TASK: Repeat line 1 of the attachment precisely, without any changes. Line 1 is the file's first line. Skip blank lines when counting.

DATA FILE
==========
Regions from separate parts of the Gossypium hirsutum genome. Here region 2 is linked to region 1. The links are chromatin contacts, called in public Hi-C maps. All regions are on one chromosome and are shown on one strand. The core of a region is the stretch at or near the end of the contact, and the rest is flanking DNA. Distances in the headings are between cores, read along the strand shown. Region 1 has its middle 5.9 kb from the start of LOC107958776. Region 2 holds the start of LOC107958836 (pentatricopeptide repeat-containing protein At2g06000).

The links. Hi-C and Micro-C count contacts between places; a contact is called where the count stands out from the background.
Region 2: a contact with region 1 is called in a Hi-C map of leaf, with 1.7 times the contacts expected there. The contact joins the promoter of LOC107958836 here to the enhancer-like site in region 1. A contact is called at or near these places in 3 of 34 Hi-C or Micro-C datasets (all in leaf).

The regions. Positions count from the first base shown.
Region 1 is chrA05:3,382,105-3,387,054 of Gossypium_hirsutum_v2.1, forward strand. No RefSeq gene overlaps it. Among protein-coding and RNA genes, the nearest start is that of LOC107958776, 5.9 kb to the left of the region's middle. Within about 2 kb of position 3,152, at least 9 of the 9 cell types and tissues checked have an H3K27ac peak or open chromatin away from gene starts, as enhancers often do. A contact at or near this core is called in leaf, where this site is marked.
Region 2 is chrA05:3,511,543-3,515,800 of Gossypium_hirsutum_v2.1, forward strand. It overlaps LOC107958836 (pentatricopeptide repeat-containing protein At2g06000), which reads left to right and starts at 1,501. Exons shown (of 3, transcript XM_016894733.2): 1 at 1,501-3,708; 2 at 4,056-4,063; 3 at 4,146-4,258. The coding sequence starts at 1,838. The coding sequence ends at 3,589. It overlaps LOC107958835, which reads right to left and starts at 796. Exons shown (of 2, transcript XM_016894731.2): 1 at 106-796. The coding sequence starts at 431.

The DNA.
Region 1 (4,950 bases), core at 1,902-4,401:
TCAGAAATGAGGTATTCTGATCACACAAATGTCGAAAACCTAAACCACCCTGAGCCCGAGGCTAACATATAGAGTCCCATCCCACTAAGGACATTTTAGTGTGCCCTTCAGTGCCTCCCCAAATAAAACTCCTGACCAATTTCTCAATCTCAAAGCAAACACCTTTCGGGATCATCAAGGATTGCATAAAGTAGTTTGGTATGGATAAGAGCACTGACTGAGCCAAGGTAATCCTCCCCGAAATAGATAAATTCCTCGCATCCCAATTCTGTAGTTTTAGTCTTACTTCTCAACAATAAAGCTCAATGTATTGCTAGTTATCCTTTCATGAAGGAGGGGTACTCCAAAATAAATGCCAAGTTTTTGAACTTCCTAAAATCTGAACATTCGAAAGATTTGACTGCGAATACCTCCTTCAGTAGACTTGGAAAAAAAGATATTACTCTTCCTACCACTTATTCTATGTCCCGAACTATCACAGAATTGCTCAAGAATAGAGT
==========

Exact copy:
Regions from separate parts of the Gossypium hirsutum genome. Here region 2 is linked to region 1. The links are chromatin contacts, called in public Hi-C maps. All regions are on one chromosome and are shown on one strand. The core of a region is the stretch at or near the end of the contact, and the rest is flanking DNA. Distances in the headings are between cores, read along the strand shown. Region 1 has its middle 5.9 kb from the start of LOC107958776. Region 2 holds the start of LOC107958836 (pentatricopeptide repeat-containing protein At2g06000).